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News

Jail Term For Rogue Network Administrator Leaves Unanswered Questions

CyberArk Software : 10 August, 2010  (Technical Article)
Cyber-Ark comments on San Francisco network administrator jail term and highlights the requirements to lock down critical infrastructure networks from the ability to be controlled from a single user account
Terry Childs, a former network administrator in San Francisco's Department of Telecommunications and Information Services (DTIS), was sentenced to four years in prison by Judge Teri Jackson on Friday 6th August.

Childs was arrested in July 2008 after locking down the entire San Francisco City Network and refusing to hand over the passwords of which he was the sole proprietor. He has been held in jail on $5 million bail ever since.

Mark Fullbrook, Director UK & Ireland at Privileged Identity expert, Cyber-Ark, has said the following on the news:

"It may have taken more than two years, but the tale of Terry Childs has finally reached its climax. Whilst his sentence, and indeed verdict, can have left few surprised, questions have to be raised as to the wider implications of this case and whether any lessons have been learnt.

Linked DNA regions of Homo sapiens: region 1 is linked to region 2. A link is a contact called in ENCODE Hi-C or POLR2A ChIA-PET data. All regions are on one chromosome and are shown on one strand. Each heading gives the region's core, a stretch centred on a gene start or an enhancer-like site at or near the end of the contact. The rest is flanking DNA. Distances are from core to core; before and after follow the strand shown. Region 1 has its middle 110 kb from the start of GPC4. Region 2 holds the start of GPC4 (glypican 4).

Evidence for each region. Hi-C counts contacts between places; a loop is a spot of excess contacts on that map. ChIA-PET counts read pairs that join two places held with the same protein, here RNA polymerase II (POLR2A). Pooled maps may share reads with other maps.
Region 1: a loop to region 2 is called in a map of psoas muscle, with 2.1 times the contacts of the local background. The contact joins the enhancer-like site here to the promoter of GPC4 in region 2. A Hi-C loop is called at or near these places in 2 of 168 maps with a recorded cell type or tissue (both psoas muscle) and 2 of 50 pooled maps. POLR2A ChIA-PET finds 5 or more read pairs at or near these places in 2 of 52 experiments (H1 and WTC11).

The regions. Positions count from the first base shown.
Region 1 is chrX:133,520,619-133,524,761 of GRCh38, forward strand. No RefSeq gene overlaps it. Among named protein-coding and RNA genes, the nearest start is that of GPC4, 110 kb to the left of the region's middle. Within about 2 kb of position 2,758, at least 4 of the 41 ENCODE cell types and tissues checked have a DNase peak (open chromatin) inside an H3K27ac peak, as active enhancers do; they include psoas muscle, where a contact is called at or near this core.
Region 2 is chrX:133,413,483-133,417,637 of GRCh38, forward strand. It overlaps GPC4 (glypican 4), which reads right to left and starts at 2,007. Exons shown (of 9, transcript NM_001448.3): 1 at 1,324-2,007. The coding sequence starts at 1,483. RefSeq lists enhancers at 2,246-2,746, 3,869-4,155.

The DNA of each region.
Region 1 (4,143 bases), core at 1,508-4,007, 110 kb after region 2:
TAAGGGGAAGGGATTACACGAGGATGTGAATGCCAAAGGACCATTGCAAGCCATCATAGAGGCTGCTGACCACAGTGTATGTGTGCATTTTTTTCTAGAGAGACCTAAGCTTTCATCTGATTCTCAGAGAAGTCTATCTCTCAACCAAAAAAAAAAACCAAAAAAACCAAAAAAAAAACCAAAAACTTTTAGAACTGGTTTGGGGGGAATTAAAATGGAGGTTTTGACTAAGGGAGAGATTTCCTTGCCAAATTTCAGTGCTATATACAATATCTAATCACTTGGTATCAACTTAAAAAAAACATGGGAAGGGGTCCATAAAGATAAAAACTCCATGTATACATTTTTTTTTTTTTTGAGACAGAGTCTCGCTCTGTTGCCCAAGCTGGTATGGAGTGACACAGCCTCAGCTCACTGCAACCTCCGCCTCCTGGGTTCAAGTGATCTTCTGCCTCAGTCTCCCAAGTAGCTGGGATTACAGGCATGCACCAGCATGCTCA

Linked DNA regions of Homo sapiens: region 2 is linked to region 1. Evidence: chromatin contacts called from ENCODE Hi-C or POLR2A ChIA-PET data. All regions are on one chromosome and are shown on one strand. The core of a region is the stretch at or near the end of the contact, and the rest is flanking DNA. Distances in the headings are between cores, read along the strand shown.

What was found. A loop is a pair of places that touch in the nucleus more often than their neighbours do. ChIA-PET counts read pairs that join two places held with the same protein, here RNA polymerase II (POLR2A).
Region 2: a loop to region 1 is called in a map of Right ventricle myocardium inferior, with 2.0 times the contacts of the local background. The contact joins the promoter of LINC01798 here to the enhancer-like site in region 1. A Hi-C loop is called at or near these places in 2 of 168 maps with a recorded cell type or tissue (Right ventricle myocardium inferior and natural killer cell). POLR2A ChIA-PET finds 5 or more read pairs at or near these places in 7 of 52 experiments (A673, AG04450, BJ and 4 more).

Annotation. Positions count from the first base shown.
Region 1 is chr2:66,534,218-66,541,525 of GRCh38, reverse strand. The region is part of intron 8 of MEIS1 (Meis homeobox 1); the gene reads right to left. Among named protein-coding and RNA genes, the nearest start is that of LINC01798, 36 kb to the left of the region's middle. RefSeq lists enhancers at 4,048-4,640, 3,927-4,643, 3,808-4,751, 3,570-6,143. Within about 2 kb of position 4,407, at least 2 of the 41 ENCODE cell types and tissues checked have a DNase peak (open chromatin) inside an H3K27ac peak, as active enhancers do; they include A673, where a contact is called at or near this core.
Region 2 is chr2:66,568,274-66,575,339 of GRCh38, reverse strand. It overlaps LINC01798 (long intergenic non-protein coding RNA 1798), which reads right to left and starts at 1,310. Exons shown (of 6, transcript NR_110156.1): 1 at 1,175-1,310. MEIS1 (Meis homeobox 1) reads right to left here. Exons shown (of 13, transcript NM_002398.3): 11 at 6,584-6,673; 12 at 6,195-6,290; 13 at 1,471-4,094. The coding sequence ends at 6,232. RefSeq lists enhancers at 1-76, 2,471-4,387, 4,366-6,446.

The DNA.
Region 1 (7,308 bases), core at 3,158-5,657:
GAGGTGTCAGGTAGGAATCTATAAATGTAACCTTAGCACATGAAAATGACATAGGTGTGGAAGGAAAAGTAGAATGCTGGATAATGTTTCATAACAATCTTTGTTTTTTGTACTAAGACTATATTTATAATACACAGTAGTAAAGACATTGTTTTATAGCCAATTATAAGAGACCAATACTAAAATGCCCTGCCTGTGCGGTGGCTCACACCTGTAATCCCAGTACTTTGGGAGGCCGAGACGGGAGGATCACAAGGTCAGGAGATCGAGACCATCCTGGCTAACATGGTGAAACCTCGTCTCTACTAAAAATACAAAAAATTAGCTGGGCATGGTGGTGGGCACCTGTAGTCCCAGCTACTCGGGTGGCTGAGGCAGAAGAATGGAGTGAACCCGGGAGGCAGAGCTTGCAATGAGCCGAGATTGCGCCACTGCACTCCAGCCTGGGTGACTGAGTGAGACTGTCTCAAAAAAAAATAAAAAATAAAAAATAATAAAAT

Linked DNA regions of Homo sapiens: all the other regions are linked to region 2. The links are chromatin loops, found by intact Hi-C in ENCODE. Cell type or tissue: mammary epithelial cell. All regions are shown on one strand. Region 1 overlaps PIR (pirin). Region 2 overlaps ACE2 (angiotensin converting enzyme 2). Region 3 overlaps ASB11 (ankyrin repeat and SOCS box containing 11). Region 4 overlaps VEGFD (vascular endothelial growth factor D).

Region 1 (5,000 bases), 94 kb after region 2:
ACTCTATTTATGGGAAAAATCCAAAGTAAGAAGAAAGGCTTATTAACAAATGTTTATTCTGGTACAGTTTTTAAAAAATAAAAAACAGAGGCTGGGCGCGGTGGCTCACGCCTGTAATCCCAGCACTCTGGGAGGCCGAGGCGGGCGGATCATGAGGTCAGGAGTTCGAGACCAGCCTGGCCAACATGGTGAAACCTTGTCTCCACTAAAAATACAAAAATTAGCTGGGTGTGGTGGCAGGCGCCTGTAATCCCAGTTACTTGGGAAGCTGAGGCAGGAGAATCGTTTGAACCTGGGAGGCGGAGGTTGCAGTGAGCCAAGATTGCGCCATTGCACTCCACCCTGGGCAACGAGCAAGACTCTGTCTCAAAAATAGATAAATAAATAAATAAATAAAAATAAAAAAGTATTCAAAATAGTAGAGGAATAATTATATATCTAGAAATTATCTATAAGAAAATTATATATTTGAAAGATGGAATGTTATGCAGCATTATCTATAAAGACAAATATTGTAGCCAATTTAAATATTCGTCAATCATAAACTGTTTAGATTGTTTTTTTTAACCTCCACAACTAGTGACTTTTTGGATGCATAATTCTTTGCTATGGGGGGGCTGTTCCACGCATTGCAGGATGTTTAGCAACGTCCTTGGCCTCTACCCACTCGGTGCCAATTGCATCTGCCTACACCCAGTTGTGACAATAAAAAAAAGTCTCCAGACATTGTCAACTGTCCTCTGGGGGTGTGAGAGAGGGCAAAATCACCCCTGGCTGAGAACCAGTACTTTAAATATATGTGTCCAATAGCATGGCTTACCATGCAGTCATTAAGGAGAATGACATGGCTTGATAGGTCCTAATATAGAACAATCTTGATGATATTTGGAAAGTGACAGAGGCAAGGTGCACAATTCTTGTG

"True, this is a case of extreme proportions - one person with the keys to an entire network - however, any organisation which chooses to give blanket access to administrators, be they one or many, could easily end up in the same situation.

"All organisations have users with privileged identities, and they cannot afford to turn a blind eye to the power - and potential pitfalls - of such access. The only solution is to put in place a robust series of checks and balances to ensure that information is held in a secure environment whereby all sessions and activities are logged and monitored. Defending a network is never going to be an easy task, but this belt and braces approach is the only way to defend your data against the threat from within."
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